New Food Tanker Driver

Topic 24284 | Page 3

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G-Town's Comment
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No need for an apology CWC. Your advice is stil 100% true.

Grumpy Old Man's Comment
member avatar

I was following one home today. I can't say what level of experience he had, but he was constantly swerving onto the shoulder, and weaving in the lane.

I don't think he was drunk, and if he was falling asleep, he fought it for 3 hours.

I assumed it was liquid sloshing around inside.

OWI:

Operating While Intoxicated

Pete B.'s Comment
member avatar

Schmeltz, I started my driving career pulling tankers, and from my experience I firmly believe no one should be allowed to drive them without at least one year's experience pulling dry van's, reefers, or flat beds. It's just not safe. On top of learning to drive a big truck, which you haven't done yet, you've got to learn the intricacies of driving a tanker full of liquid; it's not the side-to-side or front-to-back sloshing that poses real risk... it's the slow surge of the liquid creeping up the sides of the tanker that you don't even notice until you are well into the curve... cresting a hill and starting down... your momentum builds incredibly fast and if you haven't begun using your jakes before starting down, you're going to have a helluva time getting your speed back under control. It's not that you can't learn it, but why risk yourself and others' safety? Get a year's experience driving a big truck, then go after the tanker.

You seem pretty stubborn and set on this particular job; I don't know anything about Caledonia, how thorough their training is... but pay attention to your speed. Whatever the posted speed limit is on a curve, any curve, you need to be at least 10mph slower if not more than what the posted limit reads... when you're climbing hills in the mountains, as soon as you reach the top downshift and turn on your engine brake. It doesn't matter that you starting down incredibly slow... it's much easier to shift into a higher gear and let gravity increase your speed than to get halfway down the hill and then try to brake and downshift to slow your truck. Best of luck to you.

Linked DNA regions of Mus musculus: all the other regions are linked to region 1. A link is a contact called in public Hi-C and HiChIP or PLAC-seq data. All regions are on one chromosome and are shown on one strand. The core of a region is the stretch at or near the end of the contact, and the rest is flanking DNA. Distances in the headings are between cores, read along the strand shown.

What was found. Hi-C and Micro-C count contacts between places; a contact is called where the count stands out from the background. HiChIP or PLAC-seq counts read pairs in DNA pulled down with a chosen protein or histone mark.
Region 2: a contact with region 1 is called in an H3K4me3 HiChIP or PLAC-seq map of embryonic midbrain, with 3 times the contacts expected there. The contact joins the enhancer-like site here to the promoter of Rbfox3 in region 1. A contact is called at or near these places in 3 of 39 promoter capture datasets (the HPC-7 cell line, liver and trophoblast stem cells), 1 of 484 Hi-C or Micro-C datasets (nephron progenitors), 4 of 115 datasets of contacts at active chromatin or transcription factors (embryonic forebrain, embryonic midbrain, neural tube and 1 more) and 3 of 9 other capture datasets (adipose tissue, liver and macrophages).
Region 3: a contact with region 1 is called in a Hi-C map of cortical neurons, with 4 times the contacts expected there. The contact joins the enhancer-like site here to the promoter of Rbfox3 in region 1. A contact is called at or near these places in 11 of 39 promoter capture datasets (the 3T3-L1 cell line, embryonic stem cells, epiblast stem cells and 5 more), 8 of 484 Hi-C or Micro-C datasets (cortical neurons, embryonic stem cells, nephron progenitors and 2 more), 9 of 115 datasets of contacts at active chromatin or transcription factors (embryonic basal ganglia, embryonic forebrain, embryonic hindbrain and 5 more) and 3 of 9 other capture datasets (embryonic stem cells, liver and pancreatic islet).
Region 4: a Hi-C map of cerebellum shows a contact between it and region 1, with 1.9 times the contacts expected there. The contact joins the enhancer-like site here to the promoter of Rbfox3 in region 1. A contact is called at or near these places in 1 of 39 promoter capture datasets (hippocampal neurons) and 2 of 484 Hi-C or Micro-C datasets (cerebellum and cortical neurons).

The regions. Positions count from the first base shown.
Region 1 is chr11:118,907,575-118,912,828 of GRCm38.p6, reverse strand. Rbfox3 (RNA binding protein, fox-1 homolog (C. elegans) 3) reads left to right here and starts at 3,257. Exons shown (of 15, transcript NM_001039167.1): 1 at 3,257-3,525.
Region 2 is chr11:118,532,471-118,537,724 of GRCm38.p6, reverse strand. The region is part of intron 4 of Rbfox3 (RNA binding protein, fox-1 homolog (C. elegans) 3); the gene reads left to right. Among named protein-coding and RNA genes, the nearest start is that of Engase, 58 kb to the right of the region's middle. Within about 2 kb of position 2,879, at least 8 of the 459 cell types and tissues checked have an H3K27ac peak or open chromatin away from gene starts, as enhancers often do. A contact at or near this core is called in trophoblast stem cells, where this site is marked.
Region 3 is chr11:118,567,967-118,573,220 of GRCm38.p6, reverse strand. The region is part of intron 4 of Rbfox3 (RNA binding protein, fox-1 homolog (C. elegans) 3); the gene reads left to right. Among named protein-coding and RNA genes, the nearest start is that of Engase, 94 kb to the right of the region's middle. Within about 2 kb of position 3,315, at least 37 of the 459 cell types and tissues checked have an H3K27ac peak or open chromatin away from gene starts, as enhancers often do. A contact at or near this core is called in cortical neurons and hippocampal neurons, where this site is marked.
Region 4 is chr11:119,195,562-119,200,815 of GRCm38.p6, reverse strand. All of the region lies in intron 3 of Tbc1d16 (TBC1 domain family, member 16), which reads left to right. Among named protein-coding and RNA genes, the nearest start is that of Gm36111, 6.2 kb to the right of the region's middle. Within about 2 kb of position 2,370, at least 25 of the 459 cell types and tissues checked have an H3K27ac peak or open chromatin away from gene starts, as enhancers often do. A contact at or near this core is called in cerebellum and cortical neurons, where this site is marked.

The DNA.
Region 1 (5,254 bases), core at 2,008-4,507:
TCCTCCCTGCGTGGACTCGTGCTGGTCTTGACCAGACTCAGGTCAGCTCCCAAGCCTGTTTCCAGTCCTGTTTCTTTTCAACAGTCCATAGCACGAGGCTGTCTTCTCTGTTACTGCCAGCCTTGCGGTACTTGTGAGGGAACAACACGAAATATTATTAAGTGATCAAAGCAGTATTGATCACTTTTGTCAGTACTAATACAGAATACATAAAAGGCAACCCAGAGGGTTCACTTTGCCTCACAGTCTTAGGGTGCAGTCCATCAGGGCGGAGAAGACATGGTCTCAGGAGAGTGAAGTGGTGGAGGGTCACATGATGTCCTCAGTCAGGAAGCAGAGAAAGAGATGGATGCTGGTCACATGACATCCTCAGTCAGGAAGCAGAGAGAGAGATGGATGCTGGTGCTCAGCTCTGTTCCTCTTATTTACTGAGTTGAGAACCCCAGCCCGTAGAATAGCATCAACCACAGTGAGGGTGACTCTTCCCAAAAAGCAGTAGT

Dry Van:

A trailer or truck that that requires no special attention, such as refrigeration, that hauls regular palletted, boxed, or floor-loaded freight. The most common type of trailer in trucking.

Reefer:

A refrigerated trailer.

Navypoppop's Comment
member avatar

Pete B,

Those are some of the best words of advice on this subject. You have shown your expertise and knowledge on the hazards of liquid tanker driving. I know that your reply will go a long way to helping many drivers thinking of going into tankers to take your experience to heart and learn some great information. Great post.

HOS:

Hours Of Service

HOS refers to the logbook hours of service regulations.
Mark D.'s Comment
member avatar

Hello folks, great post, I worked for the Haulers for 3 months couple of years ago, good company deffo not the worst to work for. I just hit the solitary confinement wall when I was with them. So I came home and have done local supermarket deliveries for the past year mostly in a straight truck, and of course some warehouse work too, although as I sit and write this I am missing the road again ( most of you guys may know this feeling, the good bits not the bad bits lol) . I am edging towards tanker again, and even contemplating team which I have never done, but thinking it may cure the solitary side of things. Yes tanker driving is certainly different than van which I enjoy, mostly because there is no customer docks to bump, and usually the receiver is happier that you turned up. And I have a tendency to over think things so driving a tanker sort of suits me. I have preferred food to chemicals ( another over thinking problem I have) . Sorry for the long winded reply.